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You can learn how to draw people—how to draw realistic people—by using the envelope block-in method and gridding to measure and map the figure in your life drawing. Your figure drawing will be less daunting and your proportions of the human body will be more accurate if you use and practice the techniques in these two step-by-step demonstrations.
Robert T. Barrett wrote a very helpful article, “Drawing the Hand,” for the July/August 2012 issue of Magazine. Click here to learn more about how to draw hands in Magazine’s July/August 2012 issue.
By Robert T. Barrett
Exercise I. Drawing the Human Figure: Using a Simple Block-In
Using an envelope block-in and gridding to measure and map the figure isn’t a new process. Though some examples of gridding may seem complicated or complex, this measuring process is, nonetheless, a useful tool in learning how to draw people.
I suggest using a simple form of gridding to plot points and angles when completing a traditional life drawing because it will help you establish the correct position and dimension of proportional relationships.
1. Drawing the Human Figure : Create an “Envelope” Around the Figure
A first step in gridding the subject is placing an “envelope” around the outside edges of the figure (below). It’s helpful to use only straight lines during this process because landmarks will occur at intersections where the angle of each line changes direction in a drawing of the human figure.
2. Drawing the Human Figure : Plot the Inside Landmarks
After you establish the envelope and create the outside angles and proportions, look for inner landmarks (see below). These are often located at points where two angles intersect or at “hard places” where the skeleton is close to the surface.
3. Drawing the Human Figure: The Finish (see below)
This model for my life drawing class, in Seated Male Figure (Nupastel on paper, 30×22), had great anatomical definition, which made the figure drawing techniques of mapping his figure easier.
Exercise II. Figure Drawing Techniques:Using a Grid and Landmarks
Materials list for life drawing
- Kneaded eraser
- Nupastel stick
- Paper towels
- Sanding block
- Sketch paper
After setting up an initial gesture drawing, use a grid to help establish relationships and proportions. This process in learning how to draw people includes using landmarks and either lines or angles. As you draw the figure, look for the strongest angles or lines on the outside of the model. Then try to duplicate those general angles as closely as possible with lines. Simultaneously, note the points where lines change direction in your life drawing.
It’s helpful to hold your charcoal or pastel up to the model to assess the exact angle of an outside surface, then transfer it directly to your drawing surface. Assess the length of the line as much as possible. Lines don’t actually exist in space but are a contrivance to help separate spaces and boundaries between objects and values.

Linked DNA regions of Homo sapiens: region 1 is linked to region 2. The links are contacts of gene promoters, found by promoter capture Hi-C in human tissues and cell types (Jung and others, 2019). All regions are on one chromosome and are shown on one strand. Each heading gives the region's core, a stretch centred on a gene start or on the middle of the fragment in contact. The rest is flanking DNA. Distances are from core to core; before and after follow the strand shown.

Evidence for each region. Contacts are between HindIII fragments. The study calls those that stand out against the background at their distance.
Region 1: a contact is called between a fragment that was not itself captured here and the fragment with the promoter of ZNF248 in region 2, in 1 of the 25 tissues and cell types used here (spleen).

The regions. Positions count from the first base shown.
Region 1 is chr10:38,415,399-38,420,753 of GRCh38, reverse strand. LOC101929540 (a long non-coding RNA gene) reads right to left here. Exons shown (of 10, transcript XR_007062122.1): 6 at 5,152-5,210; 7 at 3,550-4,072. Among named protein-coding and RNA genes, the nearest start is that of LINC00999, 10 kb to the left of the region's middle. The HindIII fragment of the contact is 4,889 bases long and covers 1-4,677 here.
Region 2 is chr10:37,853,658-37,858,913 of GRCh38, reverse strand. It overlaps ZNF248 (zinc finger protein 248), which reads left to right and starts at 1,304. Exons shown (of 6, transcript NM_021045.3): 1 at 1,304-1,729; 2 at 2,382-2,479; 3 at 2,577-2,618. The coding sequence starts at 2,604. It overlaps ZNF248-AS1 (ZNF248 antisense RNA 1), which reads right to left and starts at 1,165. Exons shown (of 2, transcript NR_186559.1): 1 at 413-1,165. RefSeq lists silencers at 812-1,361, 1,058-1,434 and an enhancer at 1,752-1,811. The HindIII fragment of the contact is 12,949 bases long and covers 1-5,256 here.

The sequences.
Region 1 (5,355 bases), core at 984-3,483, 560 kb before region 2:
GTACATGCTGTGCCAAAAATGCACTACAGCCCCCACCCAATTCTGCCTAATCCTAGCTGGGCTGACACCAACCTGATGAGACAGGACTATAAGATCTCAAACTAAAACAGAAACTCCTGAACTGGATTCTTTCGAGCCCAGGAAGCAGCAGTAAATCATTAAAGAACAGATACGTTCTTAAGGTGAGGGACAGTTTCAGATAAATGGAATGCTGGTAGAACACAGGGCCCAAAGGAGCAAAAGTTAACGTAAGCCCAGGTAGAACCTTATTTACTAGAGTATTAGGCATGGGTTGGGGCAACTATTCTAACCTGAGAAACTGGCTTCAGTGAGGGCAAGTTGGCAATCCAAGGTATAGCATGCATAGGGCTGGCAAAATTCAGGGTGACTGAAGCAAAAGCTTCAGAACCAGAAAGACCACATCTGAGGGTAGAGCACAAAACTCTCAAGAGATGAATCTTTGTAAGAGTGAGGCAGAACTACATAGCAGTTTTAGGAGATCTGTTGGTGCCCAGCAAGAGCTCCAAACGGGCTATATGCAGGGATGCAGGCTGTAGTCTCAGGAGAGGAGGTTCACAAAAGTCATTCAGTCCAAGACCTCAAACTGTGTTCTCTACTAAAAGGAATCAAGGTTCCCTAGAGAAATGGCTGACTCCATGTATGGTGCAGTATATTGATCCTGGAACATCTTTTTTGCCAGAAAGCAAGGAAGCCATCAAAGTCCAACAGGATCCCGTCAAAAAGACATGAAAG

1. Figure Drawing Techniques: Start with the Angles and Big Shapes
As you begin drawing the figure, place large areas of value lightly on your paper (see below). Look for the big shapes and the overall silhouette of the figure. Pay particular attention to the angles of the shapes.
2. Figure Drawing Techniques: Define the Angles and Shapes
After you’ve ghosted in the figure in Step 1, begin to define the specific angles and shapes in your life drawing (see below). At this point, look mainly at the outside contours and assess the relative distances between your points.
3. Figure Drawing Techniques: Focus on the Inner Landmarks
As you move from the outside angles and shapes to the inner ones in your figure drawing (below), carefully locate and place these landmarks relative to the outside ones. The form shadows on the inside of the figure are important to consider as you connect your inner landmarks to each other.
4. Figure Drawing Techniques: Strengthen and Adjust
Continue to strengthen and clarify your figure drawing (see below) as you define each shape and contour line. Look closely at the negative shapes or “windows” between the arms and the torso, for example, and make sure these are correct. As you work from larger units to smaller ones in your life drawing, add more detail.
Robert T. Click here to learn more about Magazine’s July/August 2012 issue. Subscribe and don’t miss an issue!
ROBERT T. BARRETT is a drawing instructor at Brigham Young University and an illustrator. He lives in Provo, Utah, and his work is represented by Marshall-LeKae Gallery in Scottsdale, Arizona. Click here to find out more about his book Life Drawing: How to Portray the Figure with Accuracy and Expression, on how to draw people. See Barrett’s website at www.roberttbarrett.com.
To find out about a video workshop from Costa Vavagiakis on drawing a portrait from life, click here.
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